The IP turbine drives the fan through the new clever gearbox - but it is still marketed as having 3 shafts.

Last edited by Goldenrivett; 8th Apr 2021 at 11:22. Reason: extra info
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Old 23rd Apr 2021, 05:23
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The reduction gearbox allows the fan to be driven directly from the IPT with both at optimal RPM. So LPT (running at a lower, fan optimised RPM) is no longer required. It's still essentially a three shaft engine it's just recovering the fan drive energy mechanically, directly from the core, instead of via LPT

As I understand it, by running each stage closer to optimal RPM, the gearbox allows high OPR over fewer, smaller diameter stages, so the core is more efficient, has less parts and is lighter. However the forces on each compressor blade are much greater because the pressure ratio of each individual stage is then higher.

This puts RR in a very good position to develop an efficient large GTF because triple spool core architecture shares similar characteristics (i.e. less stages, high pressure ratio per stage.) so their previous experience with blade materials/cooling/geometry etc. will be applicable.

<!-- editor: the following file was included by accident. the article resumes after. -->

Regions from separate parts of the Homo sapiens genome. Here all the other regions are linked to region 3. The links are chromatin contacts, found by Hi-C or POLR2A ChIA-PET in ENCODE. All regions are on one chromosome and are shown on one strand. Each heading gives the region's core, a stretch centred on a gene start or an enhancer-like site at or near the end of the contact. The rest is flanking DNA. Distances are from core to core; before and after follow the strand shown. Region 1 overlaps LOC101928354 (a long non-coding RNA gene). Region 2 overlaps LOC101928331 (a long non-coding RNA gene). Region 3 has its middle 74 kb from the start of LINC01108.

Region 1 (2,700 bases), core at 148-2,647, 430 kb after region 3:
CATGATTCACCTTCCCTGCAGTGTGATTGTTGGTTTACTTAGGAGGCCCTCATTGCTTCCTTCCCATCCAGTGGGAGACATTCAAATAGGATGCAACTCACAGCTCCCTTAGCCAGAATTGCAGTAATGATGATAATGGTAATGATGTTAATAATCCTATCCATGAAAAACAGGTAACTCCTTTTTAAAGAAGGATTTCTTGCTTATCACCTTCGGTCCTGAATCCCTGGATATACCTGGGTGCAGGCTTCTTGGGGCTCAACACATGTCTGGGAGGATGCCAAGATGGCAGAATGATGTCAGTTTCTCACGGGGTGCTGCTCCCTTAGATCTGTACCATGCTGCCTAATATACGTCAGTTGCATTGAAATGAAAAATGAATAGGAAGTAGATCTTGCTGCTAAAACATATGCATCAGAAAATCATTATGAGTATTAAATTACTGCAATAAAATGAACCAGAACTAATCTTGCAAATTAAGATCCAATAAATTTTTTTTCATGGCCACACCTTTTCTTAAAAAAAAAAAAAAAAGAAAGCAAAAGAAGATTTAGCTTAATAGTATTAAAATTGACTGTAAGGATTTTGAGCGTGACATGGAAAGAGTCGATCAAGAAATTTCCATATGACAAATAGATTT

I think P&W did well to develop their GTF and it's certainly been a commercial success. But they will need to work on the core to scale it up. RR have the advantage with core tech but they are still working on the fan and gearbox. So essentially the two manufacturers are pursuing the same goal from opposite directions.

Last edited by Sonikt; 24th Apr 2021 at 00:52.
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Old 23rd Apr 2021, 12:42
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As the chief engineer says at 1:33 in the video it's a two spool engine, but it's a three shaft, the gearbox/fan counting as a separate shaft is my take away, spool and shaft having different meanings.
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Old 24th Apr 2021, 00:25
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Yes I agree. The "shaft" driving the fan, not being in any way part of the core, is not a "spool" in the classical definition. But the average observer won't spot the subtle difference here.